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 Post subject: From this.
PostPosted: Sat Aug 01, 2020 4:45 pm 

Joined: Mon Mar 06, 2017 8:50 am
Posts: 1396
June 27'th barely up.

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To this August 1'st. Five weeks. Always amazes me what a little seed will produce. Outside rows are the shortest, but walk in from the middle and the stalks are 7' tall. Pushing ears already. Be picking sweet corn by the pickup load hopefully 2-3 wks from now.

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 Post subject: Re: From this.
PostPosted: Sat Aug 01, 2020 5:34 pm 

Joined: Sat Jun 15, 2019 10:24 am
Posts: 34
Very cool.

And if you need any help eating that sweet corn...

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 Post subject: Re: From this.
PostPosted: Sat Aug 01, 2020 5:55 pm 

Joined: Wed Nov 08, 2006 2:49 pm
Posts: 32760
Location: Northern British Columbia
Always great to witness the growth of a good garden. Seeing your picture brings back memories of hoeing corn each summer when I was a lad living in KS.

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 Post subject: Re: From this.
PostPosted: Sun Aug 02, 2020 4:58 am 

Joined: Mon Mar 06, 2017 8:50 am
Posts: 1396
KinleyWater wrote:
Very cool.

And if you need any help eating that sweet corn...



Ha. You'd be welcome to what you wanted if you were here, there will be plenty. We will of course eat fresh sweet corn, can't pass that up, but the big reason for planting it was to have plenty to put away in the freezer. Along with baked corn, etc, there's nothing like homemade chicken corn soup using sweet corn that was put away IMO. We will have a family get together day where a large amount will be picked, cooked, cut off and bagged, then divided up between my wife and I, my 5 brothers and sisters and their families, along with my Mom and Dad. There should be plenty left to pick yet after that for neighbors or whoever needs it.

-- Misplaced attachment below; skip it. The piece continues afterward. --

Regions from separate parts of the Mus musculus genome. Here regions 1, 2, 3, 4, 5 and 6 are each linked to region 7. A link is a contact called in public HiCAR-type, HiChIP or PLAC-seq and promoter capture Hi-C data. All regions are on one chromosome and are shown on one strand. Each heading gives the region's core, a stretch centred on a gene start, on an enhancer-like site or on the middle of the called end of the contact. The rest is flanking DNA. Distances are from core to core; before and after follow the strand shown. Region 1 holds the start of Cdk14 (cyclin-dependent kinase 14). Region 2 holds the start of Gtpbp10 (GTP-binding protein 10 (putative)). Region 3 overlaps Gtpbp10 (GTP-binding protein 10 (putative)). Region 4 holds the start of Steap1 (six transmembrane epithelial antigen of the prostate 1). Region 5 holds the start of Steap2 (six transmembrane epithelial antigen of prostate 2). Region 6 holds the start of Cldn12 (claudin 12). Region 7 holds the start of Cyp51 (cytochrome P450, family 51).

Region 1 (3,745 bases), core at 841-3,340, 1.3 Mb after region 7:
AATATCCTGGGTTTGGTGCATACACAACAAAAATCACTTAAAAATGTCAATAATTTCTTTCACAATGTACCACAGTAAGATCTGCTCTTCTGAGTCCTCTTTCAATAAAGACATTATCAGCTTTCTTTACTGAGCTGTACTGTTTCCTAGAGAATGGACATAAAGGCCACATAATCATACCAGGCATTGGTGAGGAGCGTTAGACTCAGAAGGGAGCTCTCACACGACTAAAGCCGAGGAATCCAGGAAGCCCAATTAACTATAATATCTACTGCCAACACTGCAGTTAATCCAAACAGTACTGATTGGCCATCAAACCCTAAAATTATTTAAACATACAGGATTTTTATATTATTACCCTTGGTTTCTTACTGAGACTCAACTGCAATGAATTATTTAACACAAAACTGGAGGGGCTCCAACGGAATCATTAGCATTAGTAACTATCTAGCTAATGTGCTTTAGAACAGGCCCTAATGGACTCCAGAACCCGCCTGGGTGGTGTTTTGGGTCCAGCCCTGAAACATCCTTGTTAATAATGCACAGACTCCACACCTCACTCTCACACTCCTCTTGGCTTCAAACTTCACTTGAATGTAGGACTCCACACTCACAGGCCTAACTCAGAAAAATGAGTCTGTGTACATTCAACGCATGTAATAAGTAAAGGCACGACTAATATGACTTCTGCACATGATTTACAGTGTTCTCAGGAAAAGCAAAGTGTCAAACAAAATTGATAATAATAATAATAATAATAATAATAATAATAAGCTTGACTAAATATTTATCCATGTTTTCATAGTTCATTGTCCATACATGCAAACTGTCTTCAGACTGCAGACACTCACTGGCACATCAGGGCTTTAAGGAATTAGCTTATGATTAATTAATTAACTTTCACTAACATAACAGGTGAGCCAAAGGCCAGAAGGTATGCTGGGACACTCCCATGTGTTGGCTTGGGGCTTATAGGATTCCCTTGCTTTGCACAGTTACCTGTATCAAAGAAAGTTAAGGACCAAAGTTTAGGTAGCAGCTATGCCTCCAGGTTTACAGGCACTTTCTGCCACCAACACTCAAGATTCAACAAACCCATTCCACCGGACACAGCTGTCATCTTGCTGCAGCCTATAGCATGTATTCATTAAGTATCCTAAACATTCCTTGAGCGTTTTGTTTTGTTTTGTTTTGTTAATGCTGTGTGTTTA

DrMike wrote:
Always great to witness the growth of a good garden. Seeing your picture brings back memories of hoeing corn each summer when I was a lad living in KS.


Hand hoeing, picking rocks, and putting square bales of hay away on top of a hay mow in 95 degree heat are not things I can say I miss about youth. :) Modern farming sure has changed things. Now most farmers have huge square or round bales that are machine wrapped in plastic and stored outside, then moved to a feeder as needed with a tractor.


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 Post subject: Re: From this.
PostPosted: Sun Aug 02, 2020 5:24 am 

Joined: Wed Nov 08, 2006 2:49 pm
Posts: 32760
Location: Northern British Columbia
Ah, yes, square bales. I've certainly put up my share while in the loft--tin roof and no breeze. I earned a penny a bale, which seemed pretty good at the time. Market bales were 125# minimum. Then, there was the hustling to get it all in before rains came in the late afternoon. My dad always had a sizeable lot for corn, and if I wasn't working in the hay fields, I was expected to hoe and pick rocks. Wow! Don't really miss the hot days and hard work, but I do miss the experience and the strength of youth.

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 Post subject: Re: From this.
PostPosted: Sun Aug 02, 2020 6:07 am 

Joined: Mon Mar 06, 2017 8:50 am
Posts: 1396
DrMike wrote:
Ah, yes, square bales. I've certainly put up my share while in the loft--tin roof and no breeze. I earned a penny a bale, which seemed pretty good at the time. Market bales were 125# minimum. Then, there was the hustling to get it all in before rains came in the late afternoon. My dad always had a sizeable lot for corn, and if I wasn't working in the hay fields, I was expected to hoe and pick rocks. Wow! Don't really miss the hot days and hard work, but I do miss the experience and the strength of youth.


Yep, work and hard work was a daily part of life. I don't miss some of it either but youth made it easier to tolerate and was a good teacher in life. Because you know what? It still gets hot, and there's still times I have a difficult job to accomplish in the heat. You stick at it knowing there's an end and you will get there. That hasn't changed since youth.

Cutting, stacking, moving, slab wood for winter was another unending chore. I used to joke with people that I was 10 yrs old before I realized my name wasn't, "go get wood." :lol:


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